I have spoken to my children about the importance of having a plan and college may not be the best path. I’d not want them to incur a large student debt with a possible degree that may not even be used in the future. I have nothing against those that go to college and getting a degree. However, I do look at the ROI, and earning potential. In my example, I have been fortunate to provide for a family and make a living while not having a degree.
You can read more in my post – Can you get ahead without a college degree?
Reflections on starting late on the FI journey
One of my biggest challenges is being single/divorced. Having two incomes with similar views on spending, saving and investing could really accelerate one’s path to FI. And having someone to share goals and dreams on why you’d want to achieve FI.
Along the same line, attempting to date or meet people while living a frugal lifestyle can be challenging. A couple of drinks and an appetiser can be $45! Dinner with a couple of drinks can be $60! I recently went on a date and the woman I was out with told me she was spending $318 a month on DishNetwork! Yikes! It’s hard to swallow … haha.
On the flip side, being single does make it a little easier in some areas. You aren’t in a position to ‘convince’ anyone of a frugal lifestyle. One of the benefits of choosing FI later in life, is that the kids are older – you aren’t continuing to pay for activities, diapers, formula and daycare. You still need to say ‘no’ when your teens ask to go out to eat all the time. And only go out once or a couple times a week.
Relationship with money now
I remember one of the first things I ever purchased … gulp! I mean financed … was something so stupid. I was 22 years old and really needed (wanted) a new combo guitar amp. All I worried about was the ability to get it for $32/month. Who knows how much I actually paid and what the interest rate was. I just cringe thinking about it.
I don’t think of money in the same way now. It really is a representation of the choices or freedom you can have. I look at debt in a completely and totally different way. Personally, I don’t hold any debt. My home, vehicles are all paid for.
I recently took a cruise vacation of a lifetime, and having the freedom to pay for it in cash was a crazy feeling. Also being able to spend on things guilt free changes the relationship with money. Check out my article – How Budgeting Can Set You Free
I’m currently tracking to have the choice to retire by the age of 55. My current net worth is at $1.2M, in a mix of IRAs, 401k, brokerage account and 6 month emergency fund. I also have 5 investment rental properties generating positive cash flow. My primary residence is paid off.
However I hold approximately $572 000 in commercial debt in a portfolio loan for the rental properties. I am now experiencing some anxiety and restlessness by having this commercial debt. Early on, I never really thought about it. I had the mindset “my tenants will pay this debt”. In recent months, I really started to examine how much interest is being paid every month and that with all the debt paid off, my cash flow would increase dramatically. Then based on current monthly living expenses, I could have reached FI NOW! So I am quite anxious on getting this debt paid.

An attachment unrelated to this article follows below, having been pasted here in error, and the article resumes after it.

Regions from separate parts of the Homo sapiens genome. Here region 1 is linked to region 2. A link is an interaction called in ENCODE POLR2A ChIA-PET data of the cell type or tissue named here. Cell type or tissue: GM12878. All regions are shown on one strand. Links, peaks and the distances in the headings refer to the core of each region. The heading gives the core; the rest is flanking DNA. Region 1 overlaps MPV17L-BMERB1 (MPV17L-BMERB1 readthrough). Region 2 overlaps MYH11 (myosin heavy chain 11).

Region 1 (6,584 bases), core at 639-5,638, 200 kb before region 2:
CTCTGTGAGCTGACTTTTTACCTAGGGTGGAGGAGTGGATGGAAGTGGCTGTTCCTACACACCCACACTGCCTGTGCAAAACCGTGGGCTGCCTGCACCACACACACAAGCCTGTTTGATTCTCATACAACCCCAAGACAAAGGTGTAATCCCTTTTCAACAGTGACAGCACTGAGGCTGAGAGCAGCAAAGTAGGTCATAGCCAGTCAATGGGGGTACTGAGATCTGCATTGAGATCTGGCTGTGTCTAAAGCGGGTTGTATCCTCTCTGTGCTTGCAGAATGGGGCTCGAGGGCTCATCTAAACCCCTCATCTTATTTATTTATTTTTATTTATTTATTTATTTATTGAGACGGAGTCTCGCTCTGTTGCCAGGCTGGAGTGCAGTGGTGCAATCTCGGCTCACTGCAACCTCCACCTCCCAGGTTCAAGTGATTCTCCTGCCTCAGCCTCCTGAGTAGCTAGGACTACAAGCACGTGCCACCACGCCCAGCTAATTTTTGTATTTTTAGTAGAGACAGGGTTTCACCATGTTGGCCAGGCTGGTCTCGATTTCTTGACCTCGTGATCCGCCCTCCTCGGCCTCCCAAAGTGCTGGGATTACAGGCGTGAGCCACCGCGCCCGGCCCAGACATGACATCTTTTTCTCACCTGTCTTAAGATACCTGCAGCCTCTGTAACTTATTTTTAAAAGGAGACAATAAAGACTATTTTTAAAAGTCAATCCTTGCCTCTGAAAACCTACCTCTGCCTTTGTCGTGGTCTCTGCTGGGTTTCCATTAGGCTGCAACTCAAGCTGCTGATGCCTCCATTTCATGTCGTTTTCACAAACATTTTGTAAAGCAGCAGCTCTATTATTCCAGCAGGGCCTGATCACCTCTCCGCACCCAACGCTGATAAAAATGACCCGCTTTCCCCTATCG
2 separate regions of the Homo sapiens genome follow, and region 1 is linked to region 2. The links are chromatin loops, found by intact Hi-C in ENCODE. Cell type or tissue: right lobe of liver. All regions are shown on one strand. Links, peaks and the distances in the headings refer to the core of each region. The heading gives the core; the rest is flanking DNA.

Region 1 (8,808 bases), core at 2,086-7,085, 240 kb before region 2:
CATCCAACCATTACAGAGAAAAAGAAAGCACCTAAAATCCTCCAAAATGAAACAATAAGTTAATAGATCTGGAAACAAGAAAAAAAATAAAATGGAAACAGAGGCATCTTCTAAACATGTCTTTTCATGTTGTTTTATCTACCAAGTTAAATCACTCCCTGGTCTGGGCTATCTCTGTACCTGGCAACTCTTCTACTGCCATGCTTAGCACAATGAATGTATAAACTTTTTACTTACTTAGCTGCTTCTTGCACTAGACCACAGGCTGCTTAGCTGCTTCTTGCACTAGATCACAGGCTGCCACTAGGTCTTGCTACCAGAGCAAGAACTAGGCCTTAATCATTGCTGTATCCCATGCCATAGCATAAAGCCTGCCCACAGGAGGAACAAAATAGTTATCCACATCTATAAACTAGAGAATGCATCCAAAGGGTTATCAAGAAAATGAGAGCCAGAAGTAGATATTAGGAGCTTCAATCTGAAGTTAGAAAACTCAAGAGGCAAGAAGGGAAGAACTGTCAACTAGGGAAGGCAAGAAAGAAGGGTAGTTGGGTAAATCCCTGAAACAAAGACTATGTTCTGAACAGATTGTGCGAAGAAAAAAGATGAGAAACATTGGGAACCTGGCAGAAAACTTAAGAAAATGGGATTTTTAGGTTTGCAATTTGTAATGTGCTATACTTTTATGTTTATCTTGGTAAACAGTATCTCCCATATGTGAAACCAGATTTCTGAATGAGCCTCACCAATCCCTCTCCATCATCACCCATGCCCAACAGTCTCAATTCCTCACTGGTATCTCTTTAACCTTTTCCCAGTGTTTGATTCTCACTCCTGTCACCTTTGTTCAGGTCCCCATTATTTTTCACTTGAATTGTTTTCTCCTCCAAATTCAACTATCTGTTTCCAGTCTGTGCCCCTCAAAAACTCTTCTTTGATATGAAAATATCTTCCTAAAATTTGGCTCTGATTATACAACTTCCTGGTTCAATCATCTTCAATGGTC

I have begun to accelerate the commercial loan pay down and plan to have this debt paid off by 2025.
I’m currently REALLY evaluating what is my “why”, what gets me up in the morning. I am exploring starting a non profit foundation to help families that incur medical related debt.
While divorce was the catalyst to start Chris on his path to financial independence, he has made a lot of progress on the way. Earning more in a better paying job and investing in rental properties while at the same time, cutting expenses on things he did not value has accelerated his path.
You are well on your way to achieving FI, taking these steps. I look forward to hearing more on your progress, Chris and your idea of starting a non profit to help families with medical related debt. Thank you for sharing your story.
4 Replies to “Late starter to FI series #3 – Heavy Metal Money”
Thanks for sharing this story LSF and Chris.
Some of the things that I like about this series is being inspired by real-life examples and getting ideas to help us all achieve FI quicker.
This article had all of that and it was fun to read – Chris sounds like a down to earth, sensible yet fun guy, who knows how to live life.
I really liked the last line:
I’m currently REALLY evaluating what is my “why”.
That for me seems to be the end game for FI. Money is the tool, the vehicle, not the end game.
Thanks again to both of you for sharing!
Thanks, Shaun! That’s the whole aim of this series – we are all ordinary, real life people starting on the FI journey maybe later than others. There are many ways to get to the destination. It’s so much fun reading how others are doing it.
Thanks for sharing Chris’s story. He’s kickin’ butt! I like the non-profit idea too 🙂
You are welcome! Love that non profit idea too